Hitler came to power due to many social, political, and economic factors. Two main events that led to his rise to power were the settlement of World War I and the downfall of the Weimer government.

The German population were not satisfied with their government. Democracy was not something they were used to, and lack of strong leadership was one of the main causes of distrust in the government. The NDSAP, or the Nazi Party, was originally created in 1919 as the German Workers' Party. The party gradually gained more support until the Nazi's had taken over many of the other right-wing racist groups in Germany. 1 As German's lost more and more faith in the Weimer government, they eventually turned to extremist groups, the Nazi Party being the largest and fastest growing one. Hitler used Jews as scapegoats for the many problems in Germany. German people, looking for someone to blame for the problems, were attracted to this and this won Hitler more support.

The settlement of World War I caused many Germans to be discontent with the government. Those who believed that the war guilt clause was not fair felt the government was weak and the Allies were to blame for their troubles.
Hyperinflation put Germany in a bad economic position. Unemployment, the 1929 market crash, and the lack of exports all contributed to the economic state of Germany in the later 20's. Other countries provided Germany with loans that they invested in German industry. When the world went into depression, however, nobody had spare money to buy the goods produced by German industry and so the loans invested were wasted. This led to the failure of the Weimer Republic, which caused more German people to turn to extremist groups such as the Nazi party.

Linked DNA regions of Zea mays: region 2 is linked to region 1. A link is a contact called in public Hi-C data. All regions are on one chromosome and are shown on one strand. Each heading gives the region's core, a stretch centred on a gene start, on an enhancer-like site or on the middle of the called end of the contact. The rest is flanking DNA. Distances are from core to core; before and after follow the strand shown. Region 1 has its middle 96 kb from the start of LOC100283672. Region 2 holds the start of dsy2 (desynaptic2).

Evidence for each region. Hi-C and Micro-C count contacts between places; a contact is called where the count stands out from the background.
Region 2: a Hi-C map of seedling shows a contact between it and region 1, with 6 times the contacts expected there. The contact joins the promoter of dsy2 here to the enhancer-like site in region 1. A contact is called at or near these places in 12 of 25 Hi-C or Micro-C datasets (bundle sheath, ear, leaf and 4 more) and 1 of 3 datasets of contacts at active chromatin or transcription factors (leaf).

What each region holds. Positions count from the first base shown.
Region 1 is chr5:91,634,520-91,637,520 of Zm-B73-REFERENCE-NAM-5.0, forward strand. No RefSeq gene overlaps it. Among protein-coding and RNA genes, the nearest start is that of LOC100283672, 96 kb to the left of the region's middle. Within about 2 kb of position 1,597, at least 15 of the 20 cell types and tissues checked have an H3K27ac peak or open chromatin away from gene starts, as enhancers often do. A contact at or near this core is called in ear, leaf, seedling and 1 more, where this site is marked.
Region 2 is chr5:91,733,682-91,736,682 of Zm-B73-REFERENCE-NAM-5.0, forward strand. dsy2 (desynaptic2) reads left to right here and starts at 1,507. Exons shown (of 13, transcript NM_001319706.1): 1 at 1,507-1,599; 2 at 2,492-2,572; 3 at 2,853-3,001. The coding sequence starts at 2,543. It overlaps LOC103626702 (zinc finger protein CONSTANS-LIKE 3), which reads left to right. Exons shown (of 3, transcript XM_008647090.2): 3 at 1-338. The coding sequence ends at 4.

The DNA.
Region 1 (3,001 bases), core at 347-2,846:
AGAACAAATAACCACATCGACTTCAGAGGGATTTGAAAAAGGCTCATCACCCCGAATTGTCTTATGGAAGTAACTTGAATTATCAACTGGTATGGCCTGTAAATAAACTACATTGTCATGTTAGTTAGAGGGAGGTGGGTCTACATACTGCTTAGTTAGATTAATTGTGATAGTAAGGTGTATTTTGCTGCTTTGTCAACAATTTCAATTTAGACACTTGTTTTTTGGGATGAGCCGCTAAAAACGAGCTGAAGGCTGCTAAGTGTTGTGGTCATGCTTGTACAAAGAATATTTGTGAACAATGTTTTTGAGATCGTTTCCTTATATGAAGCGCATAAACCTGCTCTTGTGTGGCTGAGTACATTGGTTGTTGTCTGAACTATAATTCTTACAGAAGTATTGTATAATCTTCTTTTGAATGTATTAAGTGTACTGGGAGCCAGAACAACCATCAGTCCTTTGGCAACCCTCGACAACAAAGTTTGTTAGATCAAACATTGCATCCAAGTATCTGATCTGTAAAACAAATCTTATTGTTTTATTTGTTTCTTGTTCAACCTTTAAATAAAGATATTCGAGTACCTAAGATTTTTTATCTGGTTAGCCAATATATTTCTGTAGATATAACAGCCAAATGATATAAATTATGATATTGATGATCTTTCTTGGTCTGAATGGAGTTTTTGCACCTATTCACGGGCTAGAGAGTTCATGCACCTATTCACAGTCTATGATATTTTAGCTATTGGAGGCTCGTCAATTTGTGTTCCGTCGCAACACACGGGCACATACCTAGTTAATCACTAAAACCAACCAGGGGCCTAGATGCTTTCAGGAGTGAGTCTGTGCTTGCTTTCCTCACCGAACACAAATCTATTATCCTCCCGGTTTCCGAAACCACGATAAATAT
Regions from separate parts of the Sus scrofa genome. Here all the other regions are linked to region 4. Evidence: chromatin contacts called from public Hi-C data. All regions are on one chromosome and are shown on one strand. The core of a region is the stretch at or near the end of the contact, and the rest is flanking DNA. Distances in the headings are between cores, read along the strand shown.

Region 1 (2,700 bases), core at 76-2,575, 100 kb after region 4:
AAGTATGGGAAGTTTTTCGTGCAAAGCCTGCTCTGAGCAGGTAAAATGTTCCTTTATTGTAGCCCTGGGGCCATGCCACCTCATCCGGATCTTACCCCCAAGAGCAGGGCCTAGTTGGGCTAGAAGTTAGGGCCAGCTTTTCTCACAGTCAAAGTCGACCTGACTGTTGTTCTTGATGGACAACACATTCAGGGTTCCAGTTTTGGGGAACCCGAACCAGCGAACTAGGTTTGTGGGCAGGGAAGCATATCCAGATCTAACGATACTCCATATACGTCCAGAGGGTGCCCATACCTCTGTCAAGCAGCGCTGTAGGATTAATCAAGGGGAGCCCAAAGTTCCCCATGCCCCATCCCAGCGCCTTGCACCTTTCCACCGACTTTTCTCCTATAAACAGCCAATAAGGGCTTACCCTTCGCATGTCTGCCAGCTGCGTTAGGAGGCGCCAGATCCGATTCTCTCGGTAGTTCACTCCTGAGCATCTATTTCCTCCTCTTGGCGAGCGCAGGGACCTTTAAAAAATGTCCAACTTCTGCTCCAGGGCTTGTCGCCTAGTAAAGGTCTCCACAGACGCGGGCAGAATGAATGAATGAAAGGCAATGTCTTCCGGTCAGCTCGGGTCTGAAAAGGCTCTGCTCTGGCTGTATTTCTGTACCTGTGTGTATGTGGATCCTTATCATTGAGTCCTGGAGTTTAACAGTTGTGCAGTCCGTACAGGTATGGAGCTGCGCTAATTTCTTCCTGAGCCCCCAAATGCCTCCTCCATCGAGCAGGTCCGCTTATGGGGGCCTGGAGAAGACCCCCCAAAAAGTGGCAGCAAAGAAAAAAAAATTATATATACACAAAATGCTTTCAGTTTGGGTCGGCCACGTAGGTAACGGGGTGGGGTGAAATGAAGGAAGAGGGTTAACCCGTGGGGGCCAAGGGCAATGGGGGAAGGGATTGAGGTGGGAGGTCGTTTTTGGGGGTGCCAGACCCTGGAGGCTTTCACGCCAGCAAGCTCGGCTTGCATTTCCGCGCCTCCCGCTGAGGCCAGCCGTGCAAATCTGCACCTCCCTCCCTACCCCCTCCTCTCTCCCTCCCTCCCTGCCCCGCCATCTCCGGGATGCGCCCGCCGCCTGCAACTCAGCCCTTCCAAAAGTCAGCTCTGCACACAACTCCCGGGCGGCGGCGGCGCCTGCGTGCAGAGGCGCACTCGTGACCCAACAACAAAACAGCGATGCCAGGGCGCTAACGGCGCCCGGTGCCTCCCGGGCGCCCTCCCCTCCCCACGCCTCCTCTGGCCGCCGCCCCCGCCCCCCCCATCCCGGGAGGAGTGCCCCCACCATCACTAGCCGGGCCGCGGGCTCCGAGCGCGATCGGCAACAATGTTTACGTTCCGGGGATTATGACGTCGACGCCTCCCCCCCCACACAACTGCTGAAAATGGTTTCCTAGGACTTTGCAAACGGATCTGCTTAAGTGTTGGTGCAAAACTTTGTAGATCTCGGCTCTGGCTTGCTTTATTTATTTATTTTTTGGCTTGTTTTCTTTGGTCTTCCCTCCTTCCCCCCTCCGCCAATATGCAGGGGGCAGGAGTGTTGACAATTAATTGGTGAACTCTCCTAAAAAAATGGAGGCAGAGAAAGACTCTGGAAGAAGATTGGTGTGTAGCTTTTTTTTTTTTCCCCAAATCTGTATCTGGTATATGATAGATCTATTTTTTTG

Hitler and the Nazi party were appealing to people that had lost faith in the Weimer government. His strong leadership skills and motivational speeches gave hope to the German population. Not only were his public speaking skills a crucial part to his appeal, but he also applied action to his words with force and violence. Hitler was a strong nationalist, as shown by his actions in the Munich Beer Hall Putsch. After he was arrested for his public disturbance in his Putsch, he spent his time in prison writing Mein Kampf. The resignation of Drexler from the Nazi party allowed Hitler the opportunity to become Chairman of the party.


Chapter 7: The Decline of Weimer and the Rise of Nazism 1929-32